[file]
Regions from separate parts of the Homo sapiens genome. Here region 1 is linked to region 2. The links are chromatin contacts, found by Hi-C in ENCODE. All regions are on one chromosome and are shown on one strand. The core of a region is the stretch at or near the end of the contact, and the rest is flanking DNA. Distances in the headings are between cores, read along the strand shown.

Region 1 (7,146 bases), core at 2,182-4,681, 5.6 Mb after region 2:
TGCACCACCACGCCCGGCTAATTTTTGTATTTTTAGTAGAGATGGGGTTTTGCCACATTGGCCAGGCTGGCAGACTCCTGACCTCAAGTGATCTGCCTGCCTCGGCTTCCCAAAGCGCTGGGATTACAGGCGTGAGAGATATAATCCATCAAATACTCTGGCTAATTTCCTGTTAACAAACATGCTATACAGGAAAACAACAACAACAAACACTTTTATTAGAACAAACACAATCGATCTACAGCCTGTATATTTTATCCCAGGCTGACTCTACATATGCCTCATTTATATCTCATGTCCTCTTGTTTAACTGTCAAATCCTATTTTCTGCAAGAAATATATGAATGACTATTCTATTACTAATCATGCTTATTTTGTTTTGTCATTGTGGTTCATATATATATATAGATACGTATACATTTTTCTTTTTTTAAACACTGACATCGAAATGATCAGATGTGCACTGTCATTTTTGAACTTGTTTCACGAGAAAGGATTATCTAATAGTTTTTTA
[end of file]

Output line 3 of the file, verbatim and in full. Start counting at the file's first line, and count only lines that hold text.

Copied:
TGCACCACCACGCCCGGCTAATTTTTGTATTTTTAGTAGAGATGGGGTTTTGCCACATTGGCCAGGCTGGCAGACTCCTGACCTCAAGTGATCTGCCTGCCTCGGCTTCCCAAAGCGCTGGGATTACAGGCGTGAGAGATATAATCCATCAAATACTCTGGCTAATTTCCTGTTAACAAACATGCTATACAGGAAAACAACAACAACAAACACTTTTATTAGAACAAACACAATCGATCTACAGCCTGTATATTTTATCCCAGGCTGACTCTACATATGCCTCATTTATATCTCATGTCCTCTTGTTTAACTGTCAAATCCTATTTTCTGCAAGAAATATATGAATGACTATTCTATTACTAATCATGCTTATTTTGTTTTGTCATTGTGGTTCATATATATATATAGATACGTATACATTTTTCTTTTTTTAAACACTGACATCGAAATGATCAGATGTGCACTGTCATTTTTGAACTTGTTTCACGAGAAAGGATTATCTAATAGTTTTTTA